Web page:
Without just parroting all the critique of decoupling that BIOs researchers have presented I do think about: What is ‘sustainable growth’? (that takes the environmental/ecological impacts in central consideration) paired with the understanding that everything we do / use / transform / activate involves energy?
As far as I see, resource dependency and residual effects of activity are inescapable conditions of life, perhaps it all boils down to a question of what counts? (What activity matters?)
When required to hinder aspirations to fit a certain target or frame (like budget) what factors are driving our behavior? Accounting that natural resources are not only THE resources that we are dependent on but also that we are not-independent-of (no existing of ‘us’ happens without the reliance of the natural planetary processes) is something that has come to fore more but still doesn’t seem to align with the actuality that we live day-to-day. Link with the political so to speak. This – I’ll call it a gap – even though I think it is more a misconception is present when we make choices of where we place our focus (and with what we navigate through the daily landscape of our lives). When abilities of action are not equal, we do need to remind ourselves how our understandings of necessities and possibilities are formed. Somehow ‘sustainability’ and ‘growth’ seem to repel each other. There is no growth without limitations. Sustaining means that there is enough for renewability. The misconception that we can move without leaving traces is a fantasy of the immateriality of existence.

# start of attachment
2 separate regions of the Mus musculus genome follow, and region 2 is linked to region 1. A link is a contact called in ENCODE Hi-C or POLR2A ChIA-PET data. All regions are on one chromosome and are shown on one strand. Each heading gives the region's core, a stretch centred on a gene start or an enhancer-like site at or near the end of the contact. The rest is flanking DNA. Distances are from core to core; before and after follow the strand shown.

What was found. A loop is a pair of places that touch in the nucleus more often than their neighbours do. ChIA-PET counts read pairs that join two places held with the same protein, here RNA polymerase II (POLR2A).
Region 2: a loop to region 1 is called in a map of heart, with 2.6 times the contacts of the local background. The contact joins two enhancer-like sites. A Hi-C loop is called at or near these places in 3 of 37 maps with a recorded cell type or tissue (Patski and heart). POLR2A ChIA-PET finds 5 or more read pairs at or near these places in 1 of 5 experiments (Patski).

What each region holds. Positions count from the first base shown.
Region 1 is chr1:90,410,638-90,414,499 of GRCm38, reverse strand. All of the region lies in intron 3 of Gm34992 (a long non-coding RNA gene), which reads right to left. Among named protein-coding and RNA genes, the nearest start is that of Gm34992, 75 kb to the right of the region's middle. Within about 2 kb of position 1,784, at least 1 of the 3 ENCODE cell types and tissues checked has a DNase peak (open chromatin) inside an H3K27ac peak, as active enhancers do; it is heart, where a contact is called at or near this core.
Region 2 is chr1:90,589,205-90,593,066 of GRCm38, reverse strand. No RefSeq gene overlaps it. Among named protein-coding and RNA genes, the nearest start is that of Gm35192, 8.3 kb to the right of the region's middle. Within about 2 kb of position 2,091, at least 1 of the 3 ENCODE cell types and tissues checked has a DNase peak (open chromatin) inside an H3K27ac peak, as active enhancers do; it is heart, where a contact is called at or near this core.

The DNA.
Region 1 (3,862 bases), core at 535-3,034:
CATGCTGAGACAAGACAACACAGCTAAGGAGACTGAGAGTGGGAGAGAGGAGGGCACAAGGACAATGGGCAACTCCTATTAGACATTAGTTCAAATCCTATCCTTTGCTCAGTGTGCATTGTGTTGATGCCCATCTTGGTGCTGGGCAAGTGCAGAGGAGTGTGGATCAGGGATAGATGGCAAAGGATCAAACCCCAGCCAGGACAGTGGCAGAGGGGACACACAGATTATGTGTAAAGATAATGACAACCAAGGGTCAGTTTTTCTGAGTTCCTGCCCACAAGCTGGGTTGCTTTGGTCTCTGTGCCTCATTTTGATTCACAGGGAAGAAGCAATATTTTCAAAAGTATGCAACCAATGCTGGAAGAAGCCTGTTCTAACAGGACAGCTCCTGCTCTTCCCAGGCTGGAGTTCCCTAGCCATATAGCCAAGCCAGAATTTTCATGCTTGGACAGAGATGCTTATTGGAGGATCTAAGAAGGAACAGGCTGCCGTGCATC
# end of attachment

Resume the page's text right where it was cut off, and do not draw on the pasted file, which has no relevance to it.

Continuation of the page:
In the review done by the coalition, Tatiana Lanshina (from Russian Presidential Academy of National Economy and Public Administration / RANEPA) in a segment dealing with Clean Energy mentions that electricity for consumers is quite cheap in Russia: 5 cents € per kWh.
And compared to Finland for instance where in 2020 the price was 0.1740 e / kWh (including taxes) it is over three times less.
[In 2019 the highest in Europe were Denmark (0,2924 e/kWh), Germany (0,2873 e/kWh) and Belgium (0,2860 e/kWh.)
Energy prices seem to be a basic component that links economical, ecological and social together quite straightforwardly. Consumers (and industry of course) benefit from low energy prices, prices are formed on markets, with more or less regulation. Carbon tariffs and taxation in general can drive the use of different sources of energy that become more affordable also to consumers. As we aim to look at how various threads of different sustainable aims pair with the threats we are facing, surely economical austerity has been and is still used to measure (and base) the reasoning of actions. But the question that we face is: should it?
Are we culturally stuck? Both respectively in the Finnish and Russian landscapes?
And even if we decarbonize we might not be able to shift the connection of spending necessitated in order to evoke growth (seen as a synonym for development, advancement). Following the BIOS statement stated in their reconstruction plan, I’m thinking if wellbeing as a concept seems to be lost.